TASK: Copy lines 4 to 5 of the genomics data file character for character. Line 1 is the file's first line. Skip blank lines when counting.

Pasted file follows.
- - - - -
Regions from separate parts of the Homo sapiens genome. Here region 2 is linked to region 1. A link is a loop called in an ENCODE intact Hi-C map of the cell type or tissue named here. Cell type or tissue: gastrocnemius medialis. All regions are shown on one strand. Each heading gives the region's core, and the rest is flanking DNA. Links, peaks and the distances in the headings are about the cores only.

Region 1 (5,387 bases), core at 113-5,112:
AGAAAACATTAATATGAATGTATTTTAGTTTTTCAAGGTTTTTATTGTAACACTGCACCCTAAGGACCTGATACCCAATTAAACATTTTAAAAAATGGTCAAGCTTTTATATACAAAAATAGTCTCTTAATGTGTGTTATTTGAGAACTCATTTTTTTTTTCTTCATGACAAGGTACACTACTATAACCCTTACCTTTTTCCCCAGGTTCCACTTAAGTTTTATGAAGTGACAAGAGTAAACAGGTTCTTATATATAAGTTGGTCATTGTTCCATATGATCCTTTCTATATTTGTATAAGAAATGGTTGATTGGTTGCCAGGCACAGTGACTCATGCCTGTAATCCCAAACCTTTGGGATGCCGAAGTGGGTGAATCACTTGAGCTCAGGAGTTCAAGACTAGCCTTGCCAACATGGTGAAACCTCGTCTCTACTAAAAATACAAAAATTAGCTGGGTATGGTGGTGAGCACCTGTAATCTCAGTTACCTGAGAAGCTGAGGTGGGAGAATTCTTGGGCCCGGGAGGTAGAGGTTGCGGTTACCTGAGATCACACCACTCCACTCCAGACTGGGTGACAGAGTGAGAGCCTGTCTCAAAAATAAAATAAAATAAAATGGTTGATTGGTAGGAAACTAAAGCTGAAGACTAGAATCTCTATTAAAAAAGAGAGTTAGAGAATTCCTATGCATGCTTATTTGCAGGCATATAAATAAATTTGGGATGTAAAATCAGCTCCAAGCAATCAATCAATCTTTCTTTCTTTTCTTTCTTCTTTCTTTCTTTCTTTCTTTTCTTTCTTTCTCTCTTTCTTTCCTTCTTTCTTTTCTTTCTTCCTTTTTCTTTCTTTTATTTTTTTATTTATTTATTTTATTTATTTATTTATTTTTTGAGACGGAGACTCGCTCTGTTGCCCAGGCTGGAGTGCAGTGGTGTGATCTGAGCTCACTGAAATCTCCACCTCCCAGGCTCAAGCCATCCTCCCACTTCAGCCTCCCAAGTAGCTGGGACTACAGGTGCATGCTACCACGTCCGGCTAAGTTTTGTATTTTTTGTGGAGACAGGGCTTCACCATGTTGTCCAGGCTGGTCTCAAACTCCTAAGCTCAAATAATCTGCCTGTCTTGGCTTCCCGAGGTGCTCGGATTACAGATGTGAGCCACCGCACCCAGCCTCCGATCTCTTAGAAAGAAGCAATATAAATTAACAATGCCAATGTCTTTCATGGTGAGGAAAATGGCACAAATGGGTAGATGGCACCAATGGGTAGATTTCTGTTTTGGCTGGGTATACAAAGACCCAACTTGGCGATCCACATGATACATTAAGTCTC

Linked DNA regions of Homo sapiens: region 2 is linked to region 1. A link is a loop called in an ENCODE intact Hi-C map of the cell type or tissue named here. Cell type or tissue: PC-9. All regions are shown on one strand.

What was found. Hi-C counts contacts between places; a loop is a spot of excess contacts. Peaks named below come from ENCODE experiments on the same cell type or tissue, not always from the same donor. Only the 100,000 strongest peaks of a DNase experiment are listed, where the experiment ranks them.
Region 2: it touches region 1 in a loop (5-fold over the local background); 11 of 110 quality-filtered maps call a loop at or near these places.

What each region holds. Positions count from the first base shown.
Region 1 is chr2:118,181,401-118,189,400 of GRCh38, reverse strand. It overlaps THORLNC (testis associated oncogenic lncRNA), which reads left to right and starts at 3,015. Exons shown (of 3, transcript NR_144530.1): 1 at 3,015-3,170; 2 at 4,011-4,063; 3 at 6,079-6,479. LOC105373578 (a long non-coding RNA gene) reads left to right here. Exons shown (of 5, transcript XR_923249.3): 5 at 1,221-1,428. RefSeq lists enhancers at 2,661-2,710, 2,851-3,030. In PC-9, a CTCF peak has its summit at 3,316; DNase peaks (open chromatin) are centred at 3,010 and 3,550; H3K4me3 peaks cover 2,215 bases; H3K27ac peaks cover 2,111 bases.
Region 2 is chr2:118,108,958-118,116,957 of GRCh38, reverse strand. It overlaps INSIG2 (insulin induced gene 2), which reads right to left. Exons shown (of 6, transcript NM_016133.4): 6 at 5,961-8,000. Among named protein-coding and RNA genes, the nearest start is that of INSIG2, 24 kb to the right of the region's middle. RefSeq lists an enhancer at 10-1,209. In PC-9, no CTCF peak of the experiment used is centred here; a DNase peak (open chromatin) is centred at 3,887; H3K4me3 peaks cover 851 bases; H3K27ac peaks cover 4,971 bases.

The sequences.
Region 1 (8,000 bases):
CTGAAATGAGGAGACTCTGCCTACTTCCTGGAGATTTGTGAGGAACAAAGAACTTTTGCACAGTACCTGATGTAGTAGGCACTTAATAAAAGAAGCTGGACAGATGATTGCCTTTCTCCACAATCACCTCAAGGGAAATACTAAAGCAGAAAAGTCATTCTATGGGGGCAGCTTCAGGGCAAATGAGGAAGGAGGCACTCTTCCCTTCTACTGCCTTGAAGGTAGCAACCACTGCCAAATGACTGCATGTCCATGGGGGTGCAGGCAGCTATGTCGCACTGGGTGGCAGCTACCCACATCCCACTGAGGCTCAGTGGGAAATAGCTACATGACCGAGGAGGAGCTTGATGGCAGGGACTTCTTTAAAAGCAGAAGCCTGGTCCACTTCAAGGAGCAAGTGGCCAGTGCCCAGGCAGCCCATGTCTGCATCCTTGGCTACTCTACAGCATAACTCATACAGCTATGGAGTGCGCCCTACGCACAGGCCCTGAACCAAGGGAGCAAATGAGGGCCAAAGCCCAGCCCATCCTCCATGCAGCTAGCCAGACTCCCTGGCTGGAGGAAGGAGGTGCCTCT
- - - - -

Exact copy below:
Linked DNA regions of Homo sapiens: region 2 is linked to region 1. A link is a loop called in an ENCODE intact Hi-C map of the cell type or tissue named here. Cell type or tissue: PC-9. All regions are shown on one strand.

What was found. Hi-C counts contacts between places; a loop is a spot of excess contacts. Peaks named below come from ENCODE experiments on the same cell type or tissue, not always from the same donor. Only the 100,000 strongest peaks of a DNase experiment are listed, where the experiment ranks them.